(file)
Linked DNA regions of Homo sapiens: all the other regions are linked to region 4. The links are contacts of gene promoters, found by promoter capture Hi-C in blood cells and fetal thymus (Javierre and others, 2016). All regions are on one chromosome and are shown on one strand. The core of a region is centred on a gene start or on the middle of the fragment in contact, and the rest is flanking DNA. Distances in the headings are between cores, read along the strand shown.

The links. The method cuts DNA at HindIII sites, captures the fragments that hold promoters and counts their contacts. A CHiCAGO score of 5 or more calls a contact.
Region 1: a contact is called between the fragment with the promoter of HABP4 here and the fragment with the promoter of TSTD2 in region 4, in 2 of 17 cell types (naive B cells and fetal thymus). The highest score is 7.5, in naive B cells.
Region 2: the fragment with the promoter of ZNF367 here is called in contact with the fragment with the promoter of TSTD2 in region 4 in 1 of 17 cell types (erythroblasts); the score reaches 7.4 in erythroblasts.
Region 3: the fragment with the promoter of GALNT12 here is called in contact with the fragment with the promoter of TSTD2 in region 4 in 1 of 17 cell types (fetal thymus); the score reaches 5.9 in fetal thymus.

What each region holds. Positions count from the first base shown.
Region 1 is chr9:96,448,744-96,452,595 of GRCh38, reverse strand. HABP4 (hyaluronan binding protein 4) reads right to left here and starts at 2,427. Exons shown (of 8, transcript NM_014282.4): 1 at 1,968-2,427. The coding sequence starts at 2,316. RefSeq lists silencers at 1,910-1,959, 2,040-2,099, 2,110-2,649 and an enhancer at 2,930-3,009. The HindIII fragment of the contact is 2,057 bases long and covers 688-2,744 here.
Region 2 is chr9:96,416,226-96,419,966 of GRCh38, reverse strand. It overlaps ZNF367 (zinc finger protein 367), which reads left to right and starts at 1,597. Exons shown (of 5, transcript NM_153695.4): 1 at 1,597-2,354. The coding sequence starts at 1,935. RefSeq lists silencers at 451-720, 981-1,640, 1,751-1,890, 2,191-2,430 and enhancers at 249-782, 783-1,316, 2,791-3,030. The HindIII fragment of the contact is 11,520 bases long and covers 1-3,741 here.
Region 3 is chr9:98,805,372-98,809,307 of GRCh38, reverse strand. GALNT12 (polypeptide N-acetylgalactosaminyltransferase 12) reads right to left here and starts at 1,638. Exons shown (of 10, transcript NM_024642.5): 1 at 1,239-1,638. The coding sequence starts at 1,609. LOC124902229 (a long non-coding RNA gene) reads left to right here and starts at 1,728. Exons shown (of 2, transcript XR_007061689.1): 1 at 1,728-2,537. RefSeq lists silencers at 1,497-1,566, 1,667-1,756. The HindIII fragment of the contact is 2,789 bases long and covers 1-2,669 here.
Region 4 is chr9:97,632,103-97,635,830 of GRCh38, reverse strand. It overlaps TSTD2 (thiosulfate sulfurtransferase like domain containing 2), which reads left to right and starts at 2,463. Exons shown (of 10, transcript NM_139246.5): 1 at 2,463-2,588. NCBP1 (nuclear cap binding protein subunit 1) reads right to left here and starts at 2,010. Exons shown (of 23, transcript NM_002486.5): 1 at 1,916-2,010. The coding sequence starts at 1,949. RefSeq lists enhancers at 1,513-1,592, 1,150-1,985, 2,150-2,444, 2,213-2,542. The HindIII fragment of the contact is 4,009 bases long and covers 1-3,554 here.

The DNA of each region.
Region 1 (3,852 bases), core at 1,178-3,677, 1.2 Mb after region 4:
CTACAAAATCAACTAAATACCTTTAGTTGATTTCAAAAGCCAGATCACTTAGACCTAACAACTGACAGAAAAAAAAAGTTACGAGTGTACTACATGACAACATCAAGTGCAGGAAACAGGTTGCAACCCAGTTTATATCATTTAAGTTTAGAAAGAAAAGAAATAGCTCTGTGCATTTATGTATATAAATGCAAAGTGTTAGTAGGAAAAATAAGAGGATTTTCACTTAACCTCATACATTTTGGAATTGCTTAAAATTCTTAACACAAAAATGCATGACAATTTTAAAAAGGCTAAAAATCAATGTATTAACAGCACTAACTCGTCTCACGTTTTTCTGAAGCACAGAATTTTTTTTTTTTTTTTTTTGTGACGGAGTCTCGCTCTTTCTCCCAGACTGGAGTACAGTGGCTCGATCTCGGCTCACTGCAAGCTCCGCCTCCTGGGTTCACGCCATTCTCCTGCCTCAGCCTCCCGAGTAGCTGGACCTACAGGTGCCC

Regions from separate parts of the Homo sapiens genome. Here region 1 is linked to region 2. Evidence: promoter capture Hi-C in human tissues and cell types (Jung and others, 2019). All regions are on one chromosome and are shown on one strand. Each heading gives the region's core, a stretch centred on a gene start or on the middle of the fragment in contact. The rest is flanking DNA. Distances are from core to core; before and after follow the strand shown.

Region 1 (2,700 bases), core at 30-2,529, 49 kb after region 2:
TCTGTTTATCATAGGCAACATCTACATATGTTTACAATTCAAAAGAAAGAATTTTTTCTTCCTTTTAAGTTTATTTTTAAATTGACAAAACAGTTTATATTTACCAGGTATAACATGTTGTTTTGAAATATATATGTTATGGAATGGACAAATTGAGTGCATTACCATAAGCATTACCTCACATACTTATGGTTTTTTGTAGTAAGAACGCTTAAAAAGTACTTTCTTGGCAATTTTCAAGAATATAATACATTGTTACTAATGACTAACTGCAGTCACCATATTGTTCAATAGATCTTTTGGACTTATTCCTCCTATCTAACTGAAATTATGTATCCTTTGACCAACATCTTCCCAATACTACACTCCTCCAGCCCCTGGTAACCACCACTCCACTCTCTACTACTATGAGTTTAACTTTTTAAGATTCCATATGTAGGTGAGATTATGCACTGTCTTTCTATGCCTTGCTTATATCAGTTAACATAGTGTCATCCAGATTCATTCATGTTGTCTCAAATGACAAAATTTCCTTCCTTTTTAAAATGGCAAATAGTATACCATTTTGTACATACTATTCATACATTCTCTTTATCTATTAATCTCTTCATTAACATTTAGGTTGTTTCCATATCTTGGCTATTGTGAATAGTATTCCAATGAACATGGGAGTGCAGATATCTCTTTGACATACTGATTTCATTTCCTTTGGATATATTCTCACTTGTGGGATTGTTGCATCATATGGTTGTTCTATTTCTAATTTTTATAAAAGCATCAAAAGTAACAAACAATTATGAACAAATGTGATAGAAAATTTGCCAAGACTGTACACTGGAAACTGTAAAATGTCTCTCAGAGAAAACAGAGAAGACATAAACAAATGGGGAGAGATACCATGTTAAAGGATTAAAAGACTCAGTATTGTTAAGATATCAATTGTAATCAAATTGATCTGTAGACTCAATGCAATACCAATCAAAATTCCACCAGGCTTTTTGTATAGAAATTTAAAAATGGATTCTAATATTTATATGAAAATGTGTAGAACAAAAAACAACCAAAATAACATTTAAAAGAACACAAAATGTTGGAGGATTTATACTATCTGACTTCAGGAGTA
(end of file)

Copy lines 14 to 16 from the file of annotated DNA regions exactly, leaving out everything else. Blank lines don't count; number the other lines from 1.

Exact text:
Regions from separate parts of the Homo sapiens genome. Here region 1 is linked to region 2. Evidence: promoter capture Hi-C in human tissues and cell types (Jung and others, 2019). All regions are on one chromosome and are shown on one strand. Each heading gives the region's core, a stretch centred on a gene start or on the middle of the fragment in contact. The rest is flanking DNA. Distances are from core to core; before and after follow the strand shown.

Region 1 (2,700 bases), core at 30-2,529, 49 kb after region 2:
TCTGTTTATCATAGGCAACATCTACATATGTTTACAATTCAAAAGAAAGAATTTTTTCTTCCTTTTAAGTTTATTTTTAAATTGACAAAACAGTTTATATTTACCAGGTATAACATGTTGTTTTGAAATATATATGTTATGGAATGGACAAATTGAGTGCATTACCATAAGCATTACCTCACATACTTATGGTTTTTTGTAGTAAGAACGCTTAAAAAGTACTTTCTTGGCAATTTTCAAGAATATAATACATTGTTACTAATGACTAACTGCAGTCACCATATTGTTCAATAGATCTTTTGGACTTATTCCTCCTATCTAACTGAAATTATGTATCCTTTGACCAACATCTTCCCAATACTACACTCCTCCAGCCCCTGGTAACCACCACTCCACTCTCTACTACTATGAGTTTAACTTTTTAAGATTCCATATGTAGGTGAGATTATGCACTGTCTTTCTATGCCTTGCTTATATCAGTTAACATAGTGTCATCCAGATTCATTCATGTTGTCTCAAATGACAAAATTTCCTTCCTTTTTAAAATGGCAAATAGTATACCATTTTGTACATACTATTCATACATTCTCTTTATCTATTAATCTCTTCATTAACATTTAGGTTGTTTCCATATCTTGGCTATTGTGAATAGTATTCCAATGAACATGGGAGTGCAGATATCTCTTTGACATACTGATTTCATTTCCTTTGGATATATTCTCACTTGTGGGATTGTTGCATCATATGGTTGTTCTATTTCTAATTTTTATAAAAGCATCAAAAGTAACAAACAATTATGAACAAATGTGATAGAAAATTTGCCAAGACTGTACACTGGAAACTGTAAAATGTCTCTCAGAGAAAACAGAGAAGACATAAACAAATGGGGAGAGATACCATGTTAAAGGATTAAAAGACTCAGTATTGTTAAGATATCAATTGTAATCAAATTGATCTGTAGACTCAATGCAATACCAATCAAAATTCCACCAGGCTTTTTGTATAGAAATTTAAAAATGGATTCTAATATTTATATGAAAATGTGTAGAACAAAAAACAACCAAAATAACATTTAAAAGAACACAAAATGTTGGAGGATTTATACTATCTGACTTCAGGAGTA